41 Sickle Cell Trait (Hemoglobin AS)

Michelle To and Valentin Villatoro

Cause(s): 

β globin chain amino acid substitution in the 6th position from glutamic acid (Glu) to valine (Val). Only one β globin genes is affected.1,2

 

Inheritance: 

Heterozygous state where one normal β globin gene and one affected β globin gene are inherited.3

 

Clinical Findings:1-3

Due to the presence of Hb A and reduced concentration of HB S, polymerization of Hb S and sickling of red blood cells does not normally occur. As a result, condition is mostly benign and asymptomatic.

 

Sickling can still occur under extremely low hypoxic conditions.

 

Laboratory Features:1-3

CBC:

All parameters (Even Hb) are normal

PBS:

Absence of sickle cells

PBS appears normal

(may see a slight increase in target cells)

BM:

N/A

Hemoglobin Electrophoresis:

Hb S: 35-45%

Hb A: 50-65%

Hb A2: Normal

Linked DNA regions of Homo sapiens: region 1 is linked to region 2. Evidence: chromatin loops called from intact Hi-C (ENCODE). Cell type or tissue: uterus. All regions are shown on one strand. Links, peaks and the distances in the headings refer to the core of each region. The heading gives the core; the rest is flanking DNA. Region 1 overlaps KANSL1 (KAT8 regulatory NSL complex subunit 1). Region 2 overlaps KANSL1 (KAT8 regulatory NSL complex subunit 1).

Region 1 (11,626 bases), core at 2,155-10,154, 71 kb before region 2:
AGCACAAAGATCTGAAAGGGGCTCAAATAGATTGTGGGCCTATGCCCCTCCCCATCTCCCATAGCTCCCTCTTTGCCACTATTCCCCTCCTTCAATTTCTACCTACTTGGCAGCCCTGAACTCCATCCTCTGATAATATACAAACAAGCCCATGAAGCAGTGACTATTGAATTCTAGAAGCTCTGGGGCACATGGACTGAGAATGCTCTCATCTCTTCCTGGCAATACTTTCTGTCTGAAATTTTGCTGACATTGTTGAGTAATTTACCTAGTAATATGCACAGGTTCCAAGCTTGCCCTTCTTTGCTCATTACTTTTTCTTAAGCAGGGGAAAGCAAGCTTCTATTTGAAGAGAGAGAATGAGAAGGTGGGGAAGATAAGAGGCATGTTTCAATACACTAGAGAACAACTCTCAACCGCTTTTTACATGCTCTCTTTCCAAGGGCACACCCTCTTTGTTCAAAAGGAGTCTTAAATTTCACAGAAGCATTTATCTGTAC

Hb F: Normal

Hb A:Hb S is ~60:40

Other Tests:

Solubility Screen: Positive

Metasulfite Sickling Test: Positive

HPLC

Hemoglobin Electrophoresis


References:

1. Laudicina RJ. Hemoglobinopathies: qualitative defects. In: Clinical laboratory hematology. 3rd ed. New Jersey: Pearson; 2015. p.231–50.

2. Harmening DM, Yang D, Zeringer H. Hemolytic anemias: extracorpuscular defects. 5th ed. Philadelphia: F.A. Davis Company; 2009. p. 250-79).

3. Randolph TR. Hemoglobinopathies (structural defects in hemoglobin). In: Rodak’s hematology clinical applications and principles. 5th ed. St. Louis, Missouri: Saunders; 2015. p. 426-453.

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A Laboratory Guide to Clinical Hematology by Michelle To and Valentin Villatoro is licensed under a Creative Commons Attribution-NonCommercial 4.0 International License, except where otherwise noted.

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